anonymous
  • anonymous
MM plain candies come in various colors. According to the MM/Mars Department of Consumer Affairs, the distribution of colors for plain MM candies is: Colors-Purple,Yellow,Red,Orange,Green,Blue,Brown Percentage-20%,20%,20%,10%,10%,10%,10%. Suppose you have a large bag of plain MM candies and you take one candy at random. Find the P(purple candy or orange candy) a. 10% b. 20% c. 30% d. 40%
Mathematics
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SOLVED
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schrodinger
  • schrodinger
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anonymous
  • anonymous
There are some questions that accompany this one.
anonymous
  • anonymous
Using the information from the question, are the outcomes mutually exclusive? Why or why not? a. yes, they have the same probability b. no, they have the same probability c. yes, you are only drawing one MM so orange or purple cannot occur at the same time. d. no, you are only drawing one MM so orange or purple cannot occur at the same time.
anonymous
  • anonymous
Using the information from the problem, what is P(not blue candy)? a. 20% b. 10% c. 90% d. 80%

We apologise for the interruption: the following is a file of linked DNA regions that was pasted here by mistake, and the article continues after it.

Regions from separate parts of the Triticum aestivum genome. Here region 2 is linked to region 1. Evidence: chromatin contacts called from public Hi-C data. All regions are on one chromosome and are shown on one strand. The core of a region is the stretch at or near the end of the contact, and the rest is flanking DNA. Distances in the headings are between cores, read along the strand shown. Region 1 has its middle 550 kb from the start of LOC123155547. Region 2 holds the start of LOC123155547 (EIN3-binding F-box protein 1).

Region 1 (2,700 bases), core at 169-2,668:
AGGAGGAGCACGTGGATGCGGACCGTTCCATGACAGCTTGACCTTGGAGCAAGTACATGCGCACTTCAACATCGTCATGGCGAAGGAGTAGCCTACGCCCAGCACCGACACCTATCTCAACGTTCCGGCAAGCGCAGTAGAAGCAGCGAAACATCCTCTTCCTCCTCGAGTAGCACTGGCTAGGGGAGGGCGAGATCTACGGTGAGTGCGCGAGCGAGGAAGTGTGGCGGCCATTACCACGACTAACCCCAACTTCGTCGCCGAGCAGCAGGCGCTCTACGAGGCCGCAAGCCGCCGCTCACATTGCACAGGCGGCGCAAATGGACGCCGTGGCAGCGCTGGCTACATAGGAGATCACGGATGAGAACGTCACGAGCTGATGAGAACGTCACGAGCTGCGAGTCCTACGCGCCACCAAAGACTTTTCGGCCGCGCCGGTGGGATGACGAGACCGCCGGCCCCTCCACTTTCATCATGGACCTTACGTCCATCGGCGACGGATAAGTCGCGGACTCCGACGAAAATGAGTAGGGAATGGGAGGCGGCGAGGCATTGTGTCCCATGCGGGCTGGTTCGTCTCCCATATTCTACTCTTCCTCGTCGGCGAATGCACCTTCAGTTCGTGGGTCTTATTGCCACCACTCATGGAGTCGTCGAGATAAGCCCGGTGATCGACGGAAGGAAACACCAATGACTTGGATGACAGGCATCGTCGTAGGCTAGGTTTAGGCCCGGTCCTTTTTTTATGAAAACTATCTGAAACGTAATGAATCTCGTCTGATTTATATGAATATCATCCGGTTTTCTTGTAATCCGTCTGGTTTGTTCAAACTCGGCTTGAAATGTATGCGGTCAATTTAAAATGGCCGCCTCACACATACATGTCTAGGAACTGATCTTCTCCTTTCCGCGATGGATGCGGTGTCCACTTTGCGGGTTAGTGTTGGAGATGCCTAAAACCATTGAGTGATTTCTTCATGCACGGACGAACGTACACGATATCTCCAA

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jim_thompson5910
  • jim_thompson5910
the two events "purple" and "orange" are mutually exclusive, so we can use this formula P(purple candy or orange candy) = P(purple) + P(orange) P(purple candy or orange candy) = P(purple) + P(orange) P(purple candy or orange candy) = (20%) + (10%) P(purple candy or orange candy) = 30%
jim_thompson5910
  • jim_thompson5910
they are mutually exclusive because you can only pick one color at a time. In that case, you can only pick purple or orange. But not both at the same time.
anonymous
  • anonymous
Yeah, that makes sense.
jim_thompson5910
  • jim_thompson5910
what is P(not blue) equal to?
anonymous
  • anonymous
10%?
jim_thompson5910
  • jim_thompson5910
that's P(blue)
jim_thompson5910
  • jim_thompson5910
what's the probability of not getting blue
anonymous
  • anonymous
oh, sorry :p 90%
jim_thompson5910
  • jim_thompson5910
correct
anonymous
  • anonymous
Thanks
jim_thompson5910
  • jim_thompson5910
np

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